In a study reported in the Journal of Oncology Practice, Modi et al found that the difference in the rates of use of conservative management of prostate cancer widened between lower-use and higher-use urology practices between 2014 and 2018.
Use of a sample of Medicare claims permitted identification of men with incident prostate cancer between 2010 and 2014. In total, 22,178 men with newly diagnosed disease managed by 350 practices were identified. The practices consisted of 31 solo practices, 142 small single-specialty groups, 82 large single-specialty groups, 85 multispecialty groups, and 10 specialist groups. A total of 7,832 men were treated by 65 practices with intensity-modulated radiation therapy (IMRT) ownership in 2010.
“There is increasing variation among group practices in the use of conservative management for prostate cancer. This underscores the need for a better understanding of practice-level factors that influence prostate cancer management.”— Modi et al
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Overall, multispecialty groups had the highest crude rate of conservative management (22%), with rates remaining stable at 22.3% in 2010 and 22.4% in 2014. In contrast, solo practices, single-specialty groups, and specialist groups exhibited consistent numeric increases in conservative management from 2010 to 2014 (interaction P = .03), with use in small single-specialty groups numerically exceeding that in multispecialty groups (approximately 24%) in 2014.
Practices with the most rapid increase in the use of conservative management between 2010 and 2014 (fifth quintile) had the highest absolute rate of conservative management in 2010. Practices with the slowest adoption rate (first quintile) had the lowest rate of conservative management in 2010.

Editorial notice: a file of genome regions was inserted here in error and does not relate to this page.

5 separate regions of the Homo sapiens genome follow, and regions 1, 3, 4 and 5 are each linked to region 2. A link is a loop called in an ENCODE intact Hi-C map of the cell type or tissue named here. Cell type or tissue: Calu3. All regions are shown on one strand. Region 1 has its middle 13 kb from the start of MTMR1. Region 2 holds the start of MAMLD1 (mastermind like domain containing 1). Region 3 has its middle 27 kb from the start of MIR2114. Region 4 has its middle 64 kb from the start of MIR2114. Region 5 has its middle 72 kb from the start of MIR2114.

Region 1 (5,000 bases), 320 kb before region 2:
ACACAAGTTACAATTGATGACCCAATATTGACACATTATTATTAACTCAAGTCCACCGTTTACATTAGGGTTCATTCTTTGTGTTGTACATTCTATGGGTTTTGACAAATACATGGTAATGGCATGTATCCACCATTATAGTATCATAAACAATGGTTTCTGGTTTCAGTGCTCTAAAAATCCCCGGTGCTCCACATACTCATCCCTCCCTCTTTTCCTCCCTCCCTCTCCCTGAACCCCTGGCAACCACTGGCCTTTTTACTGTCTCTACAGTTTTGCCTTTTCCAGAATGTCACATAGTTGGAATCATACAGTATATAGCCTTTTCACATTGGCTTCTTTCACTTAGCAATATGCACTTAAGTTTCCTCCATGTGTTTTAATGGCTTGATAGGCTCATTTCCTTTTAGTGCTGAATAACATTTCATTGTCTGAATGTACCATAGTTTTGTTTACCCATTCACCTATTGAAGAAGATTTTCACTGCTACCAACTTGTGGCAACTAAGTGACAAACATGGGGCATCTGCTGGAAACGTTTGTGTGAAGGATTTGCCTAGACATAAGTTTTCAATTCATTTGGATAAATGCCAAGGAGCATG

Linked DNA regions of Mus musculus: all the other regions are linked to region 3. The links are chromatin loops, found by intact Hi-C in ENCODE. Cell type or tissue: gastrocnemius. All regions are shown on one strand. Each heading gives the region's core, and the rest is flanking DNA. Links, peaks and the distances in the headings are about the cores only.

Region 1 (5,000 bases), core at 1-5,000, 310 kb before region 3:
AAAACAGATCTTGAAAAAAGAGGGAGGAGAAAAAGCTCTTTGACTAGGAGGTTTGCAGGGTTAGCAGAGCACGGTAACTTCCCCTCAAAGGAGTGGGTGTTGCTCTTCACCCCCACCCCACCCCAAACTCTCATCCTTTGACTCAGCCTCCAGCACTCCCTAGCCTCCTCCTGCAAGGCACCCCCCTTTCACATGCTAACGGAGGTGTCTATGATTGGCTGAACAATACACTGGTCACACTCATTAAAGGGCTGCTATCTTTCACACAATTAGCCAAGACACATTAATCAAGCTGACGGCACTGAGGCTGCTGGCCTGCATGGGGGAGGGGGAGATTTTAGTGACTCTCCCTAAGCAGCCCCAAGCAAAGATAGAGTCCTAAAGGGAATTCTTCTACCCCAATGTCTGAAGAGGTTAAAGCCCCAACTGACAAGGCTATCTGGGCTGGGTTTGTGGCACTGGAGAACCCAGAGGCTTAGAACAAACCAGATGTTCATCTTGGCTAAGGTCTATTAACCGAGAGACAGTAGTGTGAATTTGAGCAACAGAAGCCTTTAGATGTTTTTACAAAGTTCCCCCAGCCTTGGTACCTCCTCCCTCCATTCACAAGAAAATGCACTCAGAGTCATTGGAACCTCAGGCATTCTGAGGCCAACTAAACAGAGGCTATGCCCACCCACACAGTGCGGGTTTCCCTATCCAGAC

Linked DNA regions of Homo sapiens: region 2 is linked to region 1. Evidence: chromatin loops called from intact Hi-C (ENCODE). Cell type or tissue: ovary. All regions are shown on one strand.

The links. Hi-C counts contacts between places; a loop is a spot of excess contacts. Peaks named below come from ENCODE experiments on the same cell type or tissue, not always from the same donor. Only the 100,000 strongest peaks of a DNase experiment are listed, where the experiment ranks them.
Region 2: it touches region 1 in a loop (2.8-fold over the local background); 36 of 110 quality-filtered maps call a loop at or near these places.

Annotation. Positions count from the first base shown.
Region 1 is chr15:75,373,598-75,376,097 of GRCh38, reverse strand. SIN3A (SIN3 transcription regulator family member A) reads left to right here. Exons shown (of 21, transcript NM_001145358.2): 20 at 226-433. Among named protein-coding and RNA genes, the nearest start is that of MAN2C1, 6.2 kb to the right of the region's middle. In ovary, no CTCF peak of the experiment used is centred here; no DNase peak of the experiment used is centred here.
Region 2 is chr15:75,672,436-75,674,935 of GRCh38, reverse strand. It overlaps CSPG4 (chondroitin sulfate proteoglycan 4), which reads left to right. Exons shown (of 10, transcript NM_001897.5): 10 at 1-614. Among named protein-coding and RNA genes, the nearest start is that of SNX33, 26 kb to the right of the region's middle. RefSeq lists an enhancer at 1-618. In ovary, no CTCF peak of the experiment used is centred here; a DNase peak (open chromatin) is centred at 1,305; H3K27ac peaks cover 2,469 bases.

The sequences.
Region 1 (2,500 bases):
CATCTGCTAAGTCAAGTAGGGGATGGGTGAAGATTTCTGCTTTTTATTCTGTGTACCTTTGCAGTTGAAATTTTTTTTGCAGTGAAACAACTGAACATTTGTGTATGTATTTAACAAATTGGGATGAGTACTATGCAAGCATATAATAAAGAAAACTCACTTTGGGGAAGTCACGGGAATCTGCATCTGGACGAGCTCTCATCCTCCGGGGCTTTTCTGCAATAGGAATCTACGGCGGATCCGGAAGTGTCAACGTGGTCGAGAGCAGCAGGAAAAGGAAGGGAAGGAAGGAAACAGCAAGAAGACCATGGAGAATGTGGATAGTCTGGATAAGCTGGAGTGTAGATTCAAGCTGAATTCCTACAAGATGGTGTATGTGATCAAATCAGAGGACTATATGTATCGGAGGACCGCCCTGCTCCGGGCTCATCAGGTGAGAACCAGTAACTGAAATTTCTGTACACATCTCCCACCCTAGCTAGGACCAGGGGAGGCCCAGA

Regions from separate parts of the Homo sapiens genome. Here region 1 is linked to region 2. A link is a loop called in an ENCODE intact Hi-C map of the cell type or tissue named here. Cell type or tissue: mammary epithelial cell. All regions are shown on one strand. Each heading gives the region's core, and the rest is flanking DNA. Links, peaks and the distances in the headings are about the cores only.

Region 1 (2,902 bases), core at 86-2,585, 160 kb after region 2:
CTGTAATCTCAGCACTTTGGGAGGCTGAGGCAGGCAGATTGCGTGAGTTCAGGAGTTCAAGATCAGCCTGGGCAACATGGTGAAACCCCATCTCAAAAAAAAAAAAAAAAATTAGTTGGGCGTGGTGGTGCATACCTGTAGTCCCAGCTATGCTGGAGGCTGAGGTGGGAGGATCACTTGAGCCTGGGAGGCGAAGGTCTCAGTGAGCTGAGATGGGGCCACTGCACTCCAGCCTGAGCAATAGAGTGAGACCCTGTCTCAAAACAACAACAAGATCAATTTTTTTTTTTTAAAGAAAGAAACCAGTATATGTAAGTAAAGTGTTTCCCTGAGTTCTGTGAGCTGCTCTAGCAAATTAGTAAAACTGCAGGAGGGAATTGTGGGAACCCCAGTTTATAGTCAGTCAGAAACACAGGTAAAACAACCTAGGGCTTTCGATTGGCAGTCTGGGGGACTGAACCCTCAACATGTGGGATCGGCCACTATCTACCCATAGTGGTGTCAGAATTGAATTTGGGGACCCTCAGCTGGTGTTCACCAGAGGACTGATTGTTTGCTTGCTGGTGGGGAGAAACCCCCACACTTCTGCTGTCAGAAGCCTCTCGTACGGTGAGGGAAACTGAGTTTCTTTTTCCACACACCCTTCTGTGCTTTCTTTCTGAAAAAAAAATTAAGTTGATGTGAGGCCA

In 2010, groups with the highest rates of adoption used conservative management 21.6% more frequently than those with the lowest rates of adoption. The relative difference in use between groups with the highest vs lowest rates of adoption increased to 38.1% in 2014.
IMRT-owning practices used conservative management numerically less often than practices not owning IMRT in each year from 2010 to 2014, with the rates of conservative management in both groups increasing numerically each year; there was no significant difference between the two groups in the rate of adoption of conservative management over time (interaction P = .74).
The investigators concluded, “There is increasing variation among group practices in the use of conservative management for prostate cancer. This underscores the need for a better understanding of practice-level factors that influence prostate cancer management.”
Vahakn B. Shahinian, MD, MS, of the Department of Internal Medicine, University of Michigan, Ann Arbor, is the corresponding author of the Journal of Oncology Practice article.
Disclosure: The study was supported by grants from the Agency for Healthcare Research and Quality and the National Cancer Institute. For full disclosures of the study authors, visit jop.ascopubs.org.The content in this post has not been reviewed by the American Society of Clinical Oncology, Inc. (ASCO®) and does not necessarily reflect the ideas and opinions of ASCO®.